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Report No. 260 - Considerations for the Use of Handheld Image Viewers: The Report of AAPM Task Group 260 (2018)

Category: Reports

Mobile devices, such as phones and tablet computers, have become ubiquitous. The availability of access to patient images on mobile thin clients can facilitate the utilization of these devices in a variety of medical environments. When considering the uses of mobile devices in healthcare imaging, users will benefit from understanding how devices can be used and the necessary considerations associated with these uses to ensure medical practitioners make optimal decisions for patient care. Clear articulation of how a practice might utilize mobile technology can also assist in properly selecting equipment, software, and quality control procedures that deliver the desired quality and safety. In this work, we provide examples of potential use cases for the display of medical images on handheld devices that have been considered or studied. Current mobile viewing technologies with limited workspaces are unlikely to replace dedicated radiology workstations better suited for conventional radiology workflow and standard primary reporting. However, mobile devices are enabling timely patient management and collaboration in care. In this context, capabilities and limitations of the displays of mobile devices must be understood by users. In addition, clear procedures to promote best practices in the use of handhelds are required.

The use of handheld devices in imaging introduces a number of special considerations related to information technology infrastructure, requirements for adequate performance in terms of uptime, support, and access via cellular, internet, or intranet systems, loss or theft and adequate security policies and procedures, and the adequacy of representing image details. This report focuses on providing overarching considerations for the use of handheld devices in medical imaging. Operational differences for handheld image viewers include variable ambient illumination, variable viewing angle and viewing distance, motion, touch, calibration issues, and connectivity and image compression. The ambient lighting environment for handheld displays can be substantially different from the standard viewing conditions for medical monitors. The unlimited mobility available to the handhelds means that they may be used in a wide range of illumination conditions, from the dark of night to full daylight.

The addition of the touch screen typically tends to increase the amount of reflected light since many technologies require high refractive index films. The manufacturers partially mitigate this effect with anti-reflection coatings. But users often add protective cases for their handheld devices which defeat the manufacturer’s efforts in reducing screen reflections. Most commercial handheld displays are calibrated at the factory to render images in the sRGB color space. Therefore, they will not render a grayscale image the same as a medical monitor with a standard grayscale calibration. Likewise, as the medical industry works toward standardizing the color space for medical imagery, most off-the-shelf handheld devices 90 will need to be re-calibrated in order to match that color space. The calibration process is complex for the handheld devices due to the limited access provided by the operating system software. Current operating system restrictions prevent a general and open means for the calibration information to be shared between different image viewing software. Therefore, present calibration solutions are typically closed systems. However, limiting what software can be used to view calibrated images significantly hampers the flexibility and value of the calibration. There is a great need for the major operating system developers to allow greater access to the color management attribute. A calibration through look-up table correction might reduce the number of gray levels being displayed. An indication of such a calibration to the user should be good practice. In addition, a visual check with a full gray ramp might 100 visualize possible banding issues. In most cases, there will be unavoidable reflections from diffuse ambient lighting that reduce image contrast.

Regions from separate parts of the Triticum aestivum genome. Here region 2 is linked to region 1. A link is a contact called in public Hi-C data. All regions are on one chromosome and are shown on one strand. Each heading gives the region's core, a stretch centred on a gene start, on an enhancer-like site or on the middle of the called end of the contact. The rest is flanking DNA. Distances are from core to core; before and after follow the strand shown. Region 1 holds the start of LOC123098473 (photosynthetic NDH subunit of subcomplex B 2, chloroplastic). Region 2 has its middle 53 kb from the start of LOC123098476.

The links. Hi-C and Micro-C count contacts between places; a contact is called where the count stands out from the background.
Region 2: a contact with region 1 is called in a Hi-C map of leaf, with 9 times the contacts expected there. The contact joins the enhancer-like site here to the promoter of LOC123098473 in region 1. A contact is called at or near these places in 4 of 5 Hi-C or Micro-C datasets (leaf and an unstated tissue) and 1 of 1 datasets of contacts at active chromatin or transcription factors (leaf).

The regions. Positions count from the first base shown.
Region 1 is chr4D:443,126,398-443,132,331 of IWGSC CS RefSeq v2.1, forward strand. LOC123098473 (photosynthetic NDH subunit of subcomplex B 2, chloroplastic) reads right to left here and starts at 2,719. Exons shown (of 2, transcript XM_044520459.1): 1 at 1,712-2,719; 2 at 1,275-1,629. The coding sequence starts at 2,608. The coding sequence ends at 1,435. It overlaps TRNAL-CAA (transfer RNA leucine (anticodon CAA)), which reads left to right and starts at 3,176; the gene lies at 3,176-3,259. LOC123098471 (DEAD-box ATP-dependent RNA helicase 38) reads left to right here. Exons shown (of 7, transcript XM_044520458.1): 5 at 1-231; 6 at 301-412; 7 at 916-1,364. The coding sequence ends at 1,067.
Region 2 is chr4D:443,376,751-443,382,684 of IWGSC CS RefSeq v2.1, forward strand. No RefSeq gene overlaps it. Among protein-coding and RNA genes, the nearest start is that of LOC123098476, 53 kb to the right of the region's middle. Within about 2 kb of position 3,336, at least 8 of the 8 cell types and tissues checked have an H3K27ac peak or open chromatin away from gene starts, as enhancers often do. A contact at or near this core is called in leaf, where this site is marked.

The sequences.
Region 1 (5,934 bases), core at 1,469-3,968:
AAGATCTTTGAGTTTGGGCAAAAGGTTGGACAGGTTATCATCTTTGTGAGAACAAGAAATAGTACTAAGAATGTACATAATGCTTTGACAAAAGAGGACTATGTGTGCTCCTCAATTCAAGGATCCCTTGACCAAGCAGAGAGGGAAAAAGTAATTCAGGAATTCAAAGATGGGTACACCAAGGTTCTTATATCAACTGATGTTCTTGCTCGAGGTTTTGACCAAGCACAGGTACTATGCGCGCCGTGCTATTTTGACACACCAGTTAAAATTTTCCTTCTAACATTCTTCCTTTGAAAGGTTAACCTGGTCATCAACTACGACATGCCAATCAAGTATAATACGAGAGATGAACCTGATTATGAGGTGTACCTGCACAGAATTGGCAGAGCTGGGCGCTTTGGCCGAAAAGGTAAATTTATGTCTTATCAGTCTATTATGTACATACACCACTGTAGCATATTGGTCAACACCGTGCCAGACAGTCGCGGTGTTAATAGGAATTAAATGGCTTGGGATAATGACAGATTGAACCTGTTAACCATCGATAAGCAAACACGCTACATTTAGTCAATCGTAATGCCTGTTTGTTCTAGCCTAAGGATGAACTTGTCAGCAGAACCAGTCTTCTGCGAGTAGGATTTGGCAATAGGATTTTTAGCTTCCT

Handheld image viewers are practical and widespread. Understanding the limitations of their use and knowing when and how to use them is paramount to high-quality patient care delivery. The considerations described in this report are useful in expanding and ensuring safe use of these devices in the clinical environment.

ISBN: 978-1-936366-65-1


Aldo Badano, Nicholas Bevins, Michael Flynn, Ogan Gurel, Mikio Hasegawa, Ing. Juergen Heckel, Koichi Kakuda, Jessica Lamb, Steve Langer, Andy Masia, J. Ross Mitchell, Balazs Nagy, John Penczek, Kyle Peterson, George Redmond, Girish Srinivasan, Peter Steven, Rachel Toomey, Gert Van Hoey, Alisa Walz-Flannigan
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